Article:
### marat.snowbear's blog

By marat.snowbear, history, 9 years ago,

I'd like to inform you that on 30th of June on Coursera will start second session of Tim Roughgarden's "Algorithms: Design and Analysis, Part 1" course. I took first session of this course a couple of years ago, in fact this is a source of my initial knowledge about algorithms and data structures and I started taking part in competitive programming contests soon after finishing second part of the course. I would definitely recommend taking it, I'd say that it should be interesting and useful for CF green & blue rating zone coders. The course consists of video lectures, quizzes and programming assignments (it's not a pure theory class) and will take approximately 4-8 hours per week to finish it successfully.

To give you an idea on topics covered by this course, let me just copy the course syllabus here:

Week 1: Introduction. Asymptotic analysis including big-oh notation. Divide-and-conquer algorithms for sorting, counting inversions, matrix multiplication, and closest pair.

Week 2: Running time analysis of divide-and-conquer algorithms. The master method. Introduction to randomized algorithms, with a probability review. QuickSort.

Week 3: More on randomized algorithms and probability. Computing the median in linear time. A randomized algorithm for the minimum graph cut problem.

Week 4: Graph primitives. Depth- and breadth-first search. Connected components in undirected graphs. Topological sort in directed acyclic graphs. Strongly connected components in directed graphs.

Week 5: Dijkstra's shortest-path algorithm. Introduction to data structures. Heaps and applications.

Week 6: Further data structures. Hash tables and applications. Balanced binary search trees.

There is a second part of this course as well which covers greedy algorithms, dynamic programming and NP hard problems, I would recommend taking it as well but it turns out that there was a session of it which finished recently, I don't know when they will schedule the next one but I guess you can still watch the lectures.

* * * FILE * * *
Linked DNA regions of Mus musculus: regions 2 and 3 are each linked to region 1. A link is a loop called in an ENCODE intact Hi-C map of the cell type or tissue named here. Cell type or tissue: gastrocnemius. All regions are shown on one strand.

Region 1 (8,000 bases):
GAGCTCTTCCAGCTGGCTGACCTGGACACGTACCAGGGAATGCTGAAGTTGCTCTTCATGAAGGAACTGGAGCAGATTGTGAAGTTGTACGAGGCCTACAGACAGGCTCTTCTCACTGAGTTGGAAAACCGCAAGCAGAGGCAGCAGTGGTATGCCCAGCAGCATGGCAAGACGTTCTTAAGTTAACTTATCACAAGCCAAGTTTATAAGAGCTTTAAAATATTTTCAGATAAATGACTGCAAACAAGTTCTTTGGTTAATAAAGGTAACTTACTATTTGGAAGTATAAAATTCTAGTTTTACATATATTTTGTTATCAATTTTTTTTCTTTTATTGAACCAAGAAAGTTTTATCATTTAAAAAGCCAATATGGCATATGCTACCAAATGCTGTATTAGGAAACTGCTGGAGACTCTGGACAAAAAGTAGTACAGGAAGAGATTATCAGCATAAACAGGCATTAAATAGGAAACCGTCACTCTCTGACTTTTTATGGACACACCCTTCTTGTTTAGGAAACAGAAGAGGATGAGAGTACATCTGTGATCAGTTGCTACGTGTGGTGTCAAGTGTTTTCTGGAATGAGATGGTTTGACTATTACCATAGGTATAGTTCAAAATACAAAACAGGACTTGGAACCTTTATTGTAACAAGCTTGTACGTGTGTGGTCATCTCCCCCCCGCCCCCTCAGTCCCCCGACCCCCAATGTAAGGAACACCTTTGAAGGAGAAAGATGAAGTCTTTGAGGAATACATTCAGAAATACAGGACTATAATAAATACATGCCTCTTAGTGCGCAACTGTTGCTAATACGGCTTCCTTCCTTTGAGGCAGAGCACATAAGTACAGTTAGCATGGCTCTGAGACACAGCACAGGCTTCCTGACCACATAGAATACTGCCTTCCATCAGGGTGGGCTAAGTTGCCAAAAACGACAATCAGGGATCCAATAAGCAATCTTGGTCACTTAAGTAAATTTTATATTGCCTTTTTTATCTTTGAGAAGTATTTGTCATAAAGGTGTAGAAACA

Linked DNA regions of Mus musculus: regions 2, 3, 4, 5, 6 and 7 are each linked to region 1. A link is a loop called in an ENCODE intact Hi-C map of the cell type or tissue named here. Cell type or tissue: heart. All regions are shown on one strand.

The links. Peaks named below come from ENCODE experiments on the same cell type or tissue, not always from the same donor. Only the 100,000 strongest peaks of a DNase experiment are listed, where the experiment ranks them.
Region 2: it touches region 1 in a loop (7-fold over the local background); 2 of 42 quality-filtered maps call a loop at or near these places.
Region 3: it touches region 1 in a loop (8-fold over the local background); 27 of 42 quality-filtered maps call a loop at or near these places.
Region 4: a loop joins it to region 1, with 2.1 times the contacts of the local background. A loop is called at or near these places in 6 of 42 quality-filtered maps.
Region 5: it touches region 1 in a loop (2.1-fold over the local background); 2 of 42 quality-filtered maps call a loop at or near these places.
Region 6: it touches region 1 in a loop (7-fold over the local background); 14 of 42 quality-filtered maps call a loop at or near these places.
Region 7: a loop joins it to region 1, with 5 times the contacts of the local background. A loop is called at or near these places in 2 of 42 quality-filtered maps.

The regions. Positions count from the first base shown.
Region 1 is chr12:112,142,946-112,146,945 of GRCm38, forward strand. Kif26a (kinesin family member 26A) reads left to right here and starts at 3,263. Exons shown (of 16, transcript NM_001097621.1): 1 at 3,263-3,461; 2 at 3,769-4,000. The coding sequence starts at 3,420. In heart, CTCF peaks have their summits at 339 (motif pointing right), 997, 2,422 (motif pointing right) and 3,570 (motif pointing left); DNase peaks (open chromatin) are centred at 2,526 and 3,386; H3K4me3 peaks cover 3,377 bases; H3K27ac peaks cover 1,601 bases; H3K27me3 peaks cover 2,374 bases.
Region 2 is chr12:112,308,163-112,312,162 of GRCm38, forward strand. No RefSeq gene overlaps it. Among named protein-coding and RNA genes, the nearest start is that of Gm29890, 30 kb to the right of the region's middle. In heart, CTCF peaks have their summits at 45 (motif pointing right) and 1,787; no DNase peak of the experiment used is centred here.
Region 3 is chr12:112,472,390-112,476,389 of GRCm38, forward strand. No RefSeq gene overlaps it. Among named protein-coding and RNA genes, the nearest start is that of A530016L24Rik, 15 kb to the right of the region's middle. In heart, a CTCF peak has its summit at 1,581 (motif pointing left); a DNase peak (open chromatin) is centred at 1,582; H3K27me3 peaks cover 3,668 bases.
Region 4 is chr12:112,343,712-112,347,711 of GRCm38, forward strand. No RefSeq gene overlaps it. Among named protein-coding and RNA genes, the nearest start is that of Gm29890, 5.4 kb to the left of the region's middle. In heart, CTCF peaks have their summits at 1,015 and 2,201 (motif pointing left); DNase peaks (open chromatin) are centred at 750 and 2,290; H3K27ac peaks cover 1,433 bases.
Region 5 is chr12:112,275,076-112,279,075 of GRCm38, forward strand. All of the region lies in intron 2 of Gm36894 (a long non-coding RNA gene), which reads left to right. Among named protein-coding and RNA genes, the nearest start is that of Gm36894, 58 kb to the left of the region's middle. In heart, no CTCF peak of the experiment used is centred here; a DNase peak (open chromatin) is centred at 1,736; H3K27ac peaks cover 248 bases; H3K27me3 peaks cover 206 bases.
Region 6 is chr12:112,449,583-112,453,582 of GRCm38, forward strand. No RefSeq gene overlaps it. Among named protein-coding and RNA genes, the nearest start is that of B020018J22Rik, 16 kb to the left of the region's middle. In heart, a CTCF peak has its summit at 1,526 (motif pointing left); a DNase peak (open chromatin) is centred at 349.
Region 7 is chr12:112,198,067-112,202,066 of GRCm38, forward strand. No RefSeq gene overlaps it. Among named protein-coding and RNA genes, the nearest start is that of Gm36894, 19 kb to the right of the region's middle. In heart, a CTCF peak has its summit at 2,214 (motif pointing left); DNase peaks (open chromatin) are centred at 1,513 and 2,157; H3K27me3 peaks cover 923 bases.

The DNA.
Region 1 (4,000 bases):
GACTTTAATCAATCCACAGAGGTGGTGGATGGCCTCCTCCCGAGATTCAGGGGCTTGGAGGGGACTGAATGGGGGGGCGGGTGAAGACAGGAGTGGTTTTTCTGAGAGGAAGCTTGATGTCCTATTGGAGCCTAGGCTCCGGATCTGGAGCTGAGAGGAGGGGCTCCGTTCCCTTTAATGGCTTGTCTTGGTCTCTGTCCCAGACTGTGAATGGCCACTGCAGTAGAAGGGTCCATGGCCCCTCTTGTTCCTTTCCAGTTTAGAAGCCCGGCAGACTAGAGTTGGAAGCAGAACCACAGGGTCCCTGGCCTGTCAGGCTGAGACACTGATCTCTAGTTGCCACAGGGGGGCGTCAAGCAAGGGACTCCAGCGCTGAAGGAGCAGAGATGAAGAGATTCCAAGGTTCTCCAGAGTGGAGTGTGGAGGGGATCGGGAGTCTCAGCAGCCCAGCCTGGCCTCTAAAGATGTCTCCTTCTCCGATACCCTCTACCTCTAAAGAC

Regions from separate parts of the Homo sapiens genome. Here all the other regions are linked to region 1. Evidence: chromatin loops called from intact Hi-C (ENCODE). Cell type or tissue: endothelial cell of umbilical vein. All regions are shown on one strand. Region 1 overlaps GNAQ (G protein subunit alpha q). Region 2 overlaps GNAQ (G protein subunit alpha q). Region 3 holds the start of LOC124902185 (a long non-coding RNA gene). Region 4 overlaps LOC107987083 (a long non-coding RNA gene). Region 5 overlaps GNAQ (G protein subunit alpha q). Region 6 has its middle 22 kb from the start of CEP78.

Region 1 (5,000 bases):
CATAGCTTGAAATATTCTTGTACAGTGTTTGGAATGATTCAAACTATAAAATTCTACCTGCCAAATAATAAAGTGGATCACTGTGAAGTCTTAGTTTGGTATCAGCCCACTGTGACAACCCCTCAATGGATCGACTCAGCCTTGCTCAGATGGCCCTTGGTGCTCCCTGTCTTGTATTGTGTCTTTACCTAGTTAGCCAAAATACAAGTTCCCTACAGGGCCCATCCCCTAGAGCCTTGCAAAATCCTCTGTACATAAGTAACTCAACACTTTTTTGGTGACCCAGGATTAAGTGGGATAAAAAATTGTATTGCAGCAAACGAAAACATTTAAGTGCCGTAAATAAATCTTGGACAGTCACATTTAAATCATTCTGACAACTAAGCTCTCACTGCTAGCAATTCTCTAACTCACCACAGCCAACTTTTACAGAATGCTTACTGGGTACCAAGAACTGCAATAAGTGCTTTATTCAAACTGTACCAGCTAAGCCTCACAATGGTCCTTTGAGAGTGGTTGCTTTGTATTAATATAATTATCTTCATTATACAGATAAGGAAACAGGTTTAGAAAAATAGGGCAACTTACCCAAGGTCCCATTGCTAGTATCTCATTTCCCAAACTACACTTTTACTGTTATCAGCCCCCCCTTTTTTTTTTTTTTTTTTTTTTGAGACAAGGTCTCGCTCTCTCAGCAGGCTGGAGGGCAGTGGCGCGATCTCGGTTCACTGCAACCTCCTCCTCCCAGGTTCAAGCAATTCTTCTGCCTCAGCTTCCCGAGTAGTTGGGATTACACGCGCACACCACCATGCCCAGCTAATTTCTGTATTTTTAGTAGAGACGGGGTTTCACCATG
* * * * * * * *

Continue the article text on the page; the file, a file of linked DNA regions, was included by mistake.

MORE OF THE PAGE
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 » 9 years ago, # |   +1 And while being on this topic let me also mention that this week Coursera started another session of Robert Sedgewick's Algorithms, part 1 course, you can still join, I'm going to watch these lectures as well.
 » 9 years ago, # | ← Rev. 3 →   0 Are there any special prerequisites for this course? and are all kinds of data structures ( i know not all can be taught but those which are taught are useful?) taught in depth in it or we need to know data structures before taking this course?
•  » » 9 years ago, # ^ |   0 You need to know at least one programming language to do programming exercises and that's mostly it. No background in algorithms or data structures is necessary for this course. Quote from the course's page: Required background: How to program in at least one programming language (like C, Java, or Python); and familiarity with proofs, including proofs by induction and by contradiction. At Stanford, a version of this course is taken by sophomore, junior, and senior-level computer science majors. Whatever is included in this course is explained very well with attention to details. Obviously the field of algorithms and data structures includes much more than this course's material, that's why I said that is good source of basic knowledge — if you want to advance further you will need to learn much more but the course itself is a good start point.